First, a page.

Page 2 of 101

My Tuesday Tweets

shutterstock_155509727

Tuesday is my day to refocus, recharge, and realign. That focus tends to open up a window in my soul. Today these were the thoughts knocking about in my heart:

tweet

A generous spirit doesn’t keep score on who deserves generosity.

 

Freedom happens when your desire for connectedness becomes greater than your desire for correctness.

 

Critics will always be there…focus on the creator not the critic and you’ll find your life.

 

The best destinations have the hardest route…go anyway! #itsworththeeffort

 

 

 

Generating Good

generous-2

Generosity is a brilliant word and a powerful concept. Kahlil Gibran states , “Generosity is giving more than you can, and pride is taking less than you need.” That is worthy of pondering for a bit.

From this word we understand other things better, like, generate, generator, generative.

Generosity generates something…
It creates something…
From nothing, generosity breathes life and regenerates something beautiful.

However, generosity is not simply about money and wealth. It is a lifestyle that is always humming with creative goodness that brings light to dark places, food to starving spaces and beauty to desolate places.

Steve Goodier sums up the scope well:

“Money is not the only commodity that is fun to give. We can give time, we can give our expertise, we can give our love or simply give a smile. What does that cost? The point is, none of us can ever run out of something worthwhile to give.”

Generosity also has the power to free us from a myopic life of self-everthing. Self-service, selfishness, self-reliance, self-worship. The worship of self has run across the borders of narcissism in our culture, and generosity has the ability to heal us of this most pernicious disease. The Buddha noted:

“Conquer the angry one by not getting angry; conquer the wicked by goodness; conquer the stingy by generosity, and the liar by speaking the truth.”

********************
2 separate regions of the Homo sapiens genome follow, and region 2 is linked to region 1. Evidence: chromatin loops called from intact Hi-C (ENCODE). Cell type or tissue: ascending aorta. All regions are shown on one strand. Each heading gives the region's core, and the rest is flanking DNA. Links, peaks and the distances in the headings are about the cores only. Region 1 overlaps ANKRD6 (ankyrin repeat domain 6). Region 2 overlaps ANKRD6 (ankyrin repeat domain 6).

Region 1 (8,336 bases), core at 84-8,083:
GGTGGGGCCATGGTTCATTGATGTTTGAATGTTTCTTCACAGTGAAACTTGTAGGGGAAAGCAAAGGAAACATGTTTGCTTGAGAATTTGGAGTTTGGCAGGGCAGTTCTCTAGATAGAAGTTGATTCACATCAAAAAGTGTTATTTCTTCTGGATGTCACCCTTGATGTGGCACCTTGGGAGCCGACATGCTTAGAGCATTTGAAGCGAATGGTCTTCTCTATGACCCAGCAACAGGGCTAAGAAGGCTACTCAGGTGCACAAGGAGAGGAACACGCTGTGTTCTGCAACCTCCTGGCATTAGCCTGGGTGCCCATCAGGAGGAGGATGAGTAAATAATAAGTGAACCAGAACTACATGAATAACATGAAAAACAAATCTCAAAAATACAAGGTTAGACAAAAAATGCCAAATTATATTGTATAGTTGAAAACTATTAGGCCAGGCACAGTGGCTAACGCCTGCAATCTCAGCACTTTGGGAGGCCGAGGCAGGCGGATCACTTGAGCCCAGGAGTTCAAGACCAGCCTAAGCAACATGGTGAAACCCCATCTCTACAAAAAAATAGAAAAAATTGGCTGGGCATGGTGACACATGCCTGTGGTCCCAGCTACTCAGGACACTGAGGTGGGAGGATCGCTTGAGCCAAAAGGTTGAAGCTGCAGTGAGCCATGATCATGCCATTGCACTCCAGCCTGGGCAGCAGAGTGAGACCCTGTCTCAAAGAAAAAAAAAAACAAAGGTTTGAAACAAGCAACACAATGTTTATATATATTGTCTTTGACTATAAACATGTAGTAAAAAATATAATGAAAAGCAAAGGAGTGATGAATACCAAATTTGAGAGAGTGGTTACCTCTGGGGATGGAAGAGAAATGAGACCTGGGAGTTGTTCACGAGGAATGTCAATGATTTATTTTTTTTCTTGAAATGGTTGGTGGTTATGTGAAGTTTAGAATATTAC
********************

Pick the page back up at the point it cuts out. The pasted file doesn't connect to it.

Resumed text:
The following video is a commercial from Thailand…it reveals the power that a little generosity has to make the lives of others better, and when you do that you cannot escape the personal benefit generosity re-infuses into your own life.

That video causes an unsolicited smile to form on my lips…

Being generous feels good and the scientific stats reveal that generous people are healthier, happy and live longer lives that are worth living.

The Bible has scads of passages about generosity, here are a few to help you pray and invite a spirit of generosity into your life:

A generous person will prosper; whoever refreshes others will be refreshed.
Proverbs 11:25

Each of you should give what you have decided in your heart to give, not reluctantly or under compulsion, for God loves a cheerful giver.  2 Corinthians 9:7

Give, and it will be given to you. A good measure, pressed down, shaken together and running over, will be poured into your lap. For with the measure you use, it will be measured to you.  Luke 6:38 

Good will come to those who are generous and lend freely, who conduct their affairs with justice. Psalm 112:5

For if the willingness is there, the gift is acceptable according to what one has, not according to what one does not have.  2 Corinthians 8:12

Give to everyone who asks you, and if anyone takes what belongs to you, do not demand it back.  Luke 6:30

May you realize just how rich you really are and find yourself coming alive as you become a generous soul that gives especially when there is no chance of repayment.

Our Kids Are Losing

shutterstock_527169451

Ravi Zacharias has always inspired, challenged, and taught me much. He has a way of speaking directly to the culture from a very profound and godly place. The following is taken from his book, “Recapture the Wonder” where he observes and articulates just what our kids are losing…

“In the 1950s kids lost their innocenceThey were liberated from their parents by well-paying jobs, cars, and lyrics in music that gave rise to a new term —the generation gap.

In the 1960s, kids lost their authority. It was a decade of protest—church, state, and parents were all called into question and found wanting. Their authority was rejected, yet nothing ever replaced it.

In the 1970s, kids lost their love. It was the decade of me-ism dominated by hyphenated words beginning with self. Self-image, Self-esteem, Self-assertion….It made for a lonely world. Kids learned everything there was to know about sex and forgot everything there was to know about love, and no one had the nerve to tell them there was a difference.

In the 1980s, kids lost their hope. Stripped of innocence, authority and love and plagued by the horror of a nuclear nightmare, large and growing numbers of this generation stopped believing in the future.

In the 1990s kids lost their power to reason. Less and less were they taught the very basics of language, truth, and logic and they grew up with the irrationality of a postmodern world.

In the new millennium, kids woke up and found out that somewhere in the midst of all this change, they had lost their imagination. Violence and perversion entertained them till none could talk of killing innocents since none was innocent anymore.”

Ravi Zacharias, Recapture the Wonder